How a Personal Budget Kept Me from Going Broke
One of the steps I took during college to prepare to start my music school was to create a personal budget. There are plenty of reasons to make a budget but, to put it bluntly, I needed to know how much I had to earn in that first year (at a minimum) to survive.
Figure Out Your Survival Number
The process was pretty simple. I documented all my known recurring expenses for the year (housing, food, utilities, gifts, tithe, etc.) and estimated the less frequent ones (car maintenance, medical bills, etc.). I added them all up and got $22k.
$22k. That was my number. That is what I needed to support myself for the next year. Depending on where you live, that amount may seem like nothing or it may seem exorbitant. It certainly helped to be in a city with low housing costs, but I was also ruthless about cutting expenses. (For tips on saving money, check out this post.)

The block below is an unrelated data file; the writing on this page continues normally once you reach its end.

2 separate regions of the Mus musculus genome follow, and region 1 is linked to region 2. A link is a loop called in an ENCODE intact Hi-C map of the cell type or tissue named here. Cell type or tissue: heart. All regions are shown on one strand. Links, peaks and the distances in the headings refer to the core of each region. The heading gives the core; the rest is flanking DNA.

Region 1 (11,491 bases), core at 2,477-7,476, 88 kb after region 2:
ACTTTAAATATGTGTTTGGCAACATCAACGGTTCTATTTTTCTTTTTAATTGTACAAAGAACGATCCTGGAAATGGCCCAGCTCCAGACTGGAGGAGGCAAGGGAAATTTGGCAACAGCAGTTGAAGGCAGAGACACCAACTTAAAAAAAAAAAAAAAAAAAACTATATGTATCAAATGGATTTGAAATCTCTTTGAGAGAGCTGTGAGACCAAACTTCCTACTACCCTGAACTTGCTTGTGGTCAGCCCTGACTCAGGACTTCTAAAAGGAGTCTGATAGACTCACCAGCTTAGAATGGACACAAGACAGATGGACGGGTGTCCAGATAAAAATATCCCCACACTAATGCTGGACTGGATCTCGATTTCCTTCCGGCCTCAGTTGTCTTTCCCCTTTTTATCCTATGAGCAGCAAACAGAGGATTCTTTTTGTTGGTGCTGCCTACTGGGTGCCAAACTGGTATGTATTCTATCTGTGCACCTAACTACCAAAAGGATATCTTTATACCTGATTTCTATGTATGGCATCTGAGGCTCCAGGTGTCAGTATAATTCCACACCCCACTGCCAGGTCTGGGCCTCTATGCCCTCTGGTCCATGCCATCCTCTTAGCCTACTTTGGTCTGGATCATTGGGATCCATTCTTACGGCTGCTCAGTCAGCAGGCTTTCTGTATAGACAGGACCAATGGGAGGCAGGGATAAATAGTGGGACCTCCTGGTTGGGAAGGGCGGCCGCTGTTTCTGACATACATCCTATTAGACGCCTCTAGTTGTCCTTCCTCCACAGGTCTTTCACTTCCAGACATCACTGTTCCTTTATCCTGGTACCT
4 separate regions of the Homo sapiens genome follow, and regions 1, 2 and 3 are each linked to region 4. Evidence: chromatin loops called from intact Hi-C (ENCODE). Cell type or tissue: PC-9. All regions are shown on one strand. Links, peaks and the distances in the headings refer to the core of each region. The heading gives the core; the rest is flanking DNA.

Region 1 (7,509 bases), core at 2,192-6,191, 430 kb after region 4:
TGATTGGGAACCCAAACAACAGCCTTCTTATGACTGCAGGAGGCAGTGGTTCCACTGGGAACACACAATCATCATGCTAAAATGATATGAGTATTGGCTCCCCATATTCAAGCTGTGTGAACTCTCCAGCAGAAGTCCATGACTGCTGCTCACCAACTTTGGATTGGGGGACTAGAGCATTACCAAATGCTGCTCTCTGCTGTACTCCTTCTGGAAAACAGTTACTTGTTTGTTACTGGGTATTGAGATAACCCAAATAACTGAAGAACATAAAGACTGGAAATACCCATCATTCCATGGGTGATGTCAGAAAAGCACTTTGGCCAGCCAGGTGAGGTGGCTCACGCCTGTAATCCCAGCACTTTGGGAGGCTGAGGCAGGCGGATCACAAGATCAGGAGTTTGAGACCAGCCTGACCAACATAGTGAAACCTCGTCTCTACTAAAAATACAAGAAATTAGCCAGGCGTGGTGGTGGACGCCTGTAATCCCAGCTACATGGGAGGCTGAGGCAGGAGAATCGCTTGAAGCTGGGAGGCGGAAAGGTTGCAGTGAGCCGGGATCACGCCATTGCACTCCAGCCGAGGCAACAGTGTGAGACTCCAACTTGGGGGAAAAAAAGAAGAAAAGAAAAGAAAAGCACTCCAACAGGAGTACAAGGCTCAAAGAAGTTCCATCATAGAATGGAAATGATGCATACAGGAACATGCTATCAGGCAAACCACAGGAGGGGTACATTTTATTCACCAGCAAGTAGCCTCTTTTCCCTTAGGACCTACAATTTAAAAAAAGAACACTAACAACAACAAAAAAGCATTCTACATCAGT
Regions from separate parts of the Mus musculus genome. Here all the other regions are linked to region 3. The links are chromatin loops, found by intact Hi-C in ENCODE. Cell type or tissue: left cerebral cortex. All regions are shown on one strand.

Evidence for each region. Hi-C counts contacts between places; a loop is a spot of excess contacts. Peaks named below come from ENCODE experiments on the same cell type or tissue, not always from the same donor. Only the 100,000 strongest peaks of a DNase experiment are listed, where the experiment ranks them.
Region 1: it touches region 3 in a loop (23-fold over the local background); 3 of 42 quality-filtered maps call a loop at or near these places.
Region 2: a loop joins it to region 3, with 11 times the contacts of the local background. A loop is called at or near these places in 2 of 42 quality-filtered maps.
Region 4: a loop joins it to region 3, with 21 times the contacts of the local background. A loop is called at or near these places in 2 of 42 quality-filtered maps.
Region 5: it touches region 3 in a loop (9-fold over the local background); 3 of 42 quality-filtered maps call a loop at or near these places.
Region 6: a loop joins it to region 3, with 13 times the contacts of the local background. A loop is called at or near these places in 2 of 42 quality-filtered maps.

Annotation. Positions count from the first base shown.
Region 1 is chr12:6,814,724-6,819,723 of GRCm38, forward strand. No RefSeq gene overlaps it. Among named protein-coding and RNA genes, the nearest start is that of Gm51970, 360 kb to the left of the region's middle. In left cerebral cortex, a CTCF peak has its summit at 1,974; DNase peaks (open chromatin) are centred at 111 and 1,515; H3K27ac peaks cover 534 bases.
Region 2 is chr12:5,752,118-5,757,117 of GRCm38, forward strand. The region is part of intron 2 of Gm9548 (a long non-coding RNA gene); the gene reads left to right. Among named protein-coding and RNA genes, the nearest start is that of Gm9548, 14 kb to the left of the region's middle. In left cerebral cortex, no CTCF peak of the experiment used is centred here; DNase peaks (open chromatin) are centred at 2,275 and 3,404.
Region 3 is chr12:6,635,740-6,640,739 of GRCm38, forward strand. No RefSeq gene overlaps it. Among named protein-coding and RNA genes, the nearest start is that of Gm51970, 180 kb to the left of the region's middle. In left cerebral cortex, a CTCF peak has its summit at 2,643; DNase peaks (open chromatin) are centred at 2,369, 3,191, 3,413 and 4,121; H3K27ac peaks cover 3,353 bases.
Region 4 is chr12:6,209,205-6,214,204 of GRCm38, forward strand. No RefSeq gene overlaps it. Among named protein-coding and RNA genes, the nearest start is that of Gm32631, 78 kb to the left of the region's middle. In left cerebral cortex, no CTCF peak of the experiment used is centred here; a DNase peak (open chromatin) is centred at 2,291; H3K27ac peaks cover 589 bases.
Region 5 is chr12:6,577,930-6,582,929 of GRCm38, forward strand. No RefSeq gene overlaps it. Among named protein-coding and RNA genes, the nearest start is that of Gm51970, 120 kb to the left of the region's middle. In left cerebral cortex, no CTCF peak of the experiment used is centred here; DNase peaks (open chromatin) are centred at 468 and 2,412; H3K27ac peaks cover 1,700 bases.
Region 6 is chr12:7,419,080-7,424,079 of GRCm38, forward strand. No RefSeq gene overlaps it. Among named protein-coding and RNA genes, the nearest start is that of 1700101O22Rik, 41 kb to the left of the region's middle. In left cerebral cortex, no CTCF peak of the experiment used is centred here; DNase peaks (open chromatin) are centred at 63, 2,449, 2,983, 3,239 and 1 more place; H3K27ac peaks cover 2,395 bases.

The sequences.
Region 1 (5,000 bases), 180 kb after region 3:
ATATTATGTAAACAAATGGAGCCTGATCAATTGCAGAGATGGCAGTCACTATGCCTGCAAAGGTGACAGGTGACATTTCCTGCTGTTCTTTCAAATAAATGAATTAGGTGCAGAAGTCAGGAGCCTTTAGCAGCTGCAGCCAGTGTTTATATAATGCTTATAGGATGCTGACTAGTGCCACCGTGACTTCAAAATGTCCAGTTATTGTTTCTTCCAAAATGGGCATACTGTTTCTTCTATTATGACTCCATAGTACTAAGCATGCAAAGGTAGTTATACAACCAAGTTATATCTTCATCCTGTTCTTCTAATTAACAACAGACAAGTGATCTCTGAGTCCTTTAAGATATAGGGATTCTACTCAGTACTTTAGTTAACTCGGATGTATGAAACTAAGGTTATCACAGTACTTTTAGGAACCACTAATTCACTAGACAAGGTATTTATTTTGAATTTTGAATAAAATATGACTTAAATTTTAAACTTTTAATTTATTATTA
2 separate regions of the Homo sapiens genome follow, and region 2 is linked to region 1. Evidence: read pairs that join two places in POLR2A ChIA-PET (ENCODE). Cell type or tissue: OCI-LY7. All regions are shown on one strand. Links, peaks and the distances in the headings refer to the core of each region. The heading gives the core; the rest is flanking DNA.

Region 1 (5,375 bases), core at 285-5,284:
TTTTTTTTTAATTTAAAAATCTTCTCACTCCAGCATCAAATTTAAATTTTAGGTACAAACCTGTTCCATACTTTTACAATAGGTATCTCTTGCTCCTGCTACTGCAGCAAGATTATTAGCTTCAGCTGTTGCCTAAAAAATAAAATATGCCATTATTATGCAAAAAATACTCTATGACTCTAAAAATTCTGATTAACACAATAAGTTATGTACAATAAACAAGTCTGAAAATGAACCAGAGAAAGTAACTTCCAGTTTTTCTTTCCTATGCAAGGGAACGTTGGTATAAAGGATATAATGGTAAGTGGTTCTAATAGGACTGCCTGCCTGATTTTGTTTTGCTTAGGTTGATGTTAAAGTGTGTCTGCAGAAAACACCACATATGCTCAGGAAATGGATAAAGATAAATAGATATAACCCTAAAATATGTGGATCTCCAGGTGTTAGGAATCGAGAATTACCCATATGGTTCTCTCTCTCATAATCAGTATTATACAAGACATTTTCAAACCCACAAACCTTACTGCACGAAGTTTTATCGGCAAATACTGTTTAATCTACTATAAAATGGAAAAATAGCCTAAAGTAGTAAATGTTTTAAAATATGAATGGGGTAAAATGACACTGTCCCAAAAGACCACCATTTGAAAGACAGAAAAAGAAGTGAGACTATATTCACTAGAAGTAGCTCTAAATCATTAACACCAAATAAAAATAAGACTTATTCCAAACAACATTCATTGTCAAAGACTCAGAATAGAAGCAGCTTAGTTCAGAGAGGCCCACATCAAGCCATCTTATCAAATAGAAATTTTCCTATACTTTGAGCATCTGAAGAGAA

Knowing this number gave me a goal. That first year, I would measure success by whether or not I went broke. In other words: whether or not I had to beg my parents, who had already supported me for 20 years, to let me move back home.
Use that Number to Make a (Realistic) Plan
I later crafted my business plan around that number. When the first draft projected an $18,000 loss in the hypothetical first year of business, I knew I would have to get creative to make things work. It took some tweaking, but ultimately the business plan got to a point where it seemed worth the risk.
In the end, it was a successful year. It wasn’t without its sacrifices, but I had the resources I needed. I had food. I had shelter (albeit unconventionally). And I kept a good relationship with my parents. 🙂
Know your number, kids.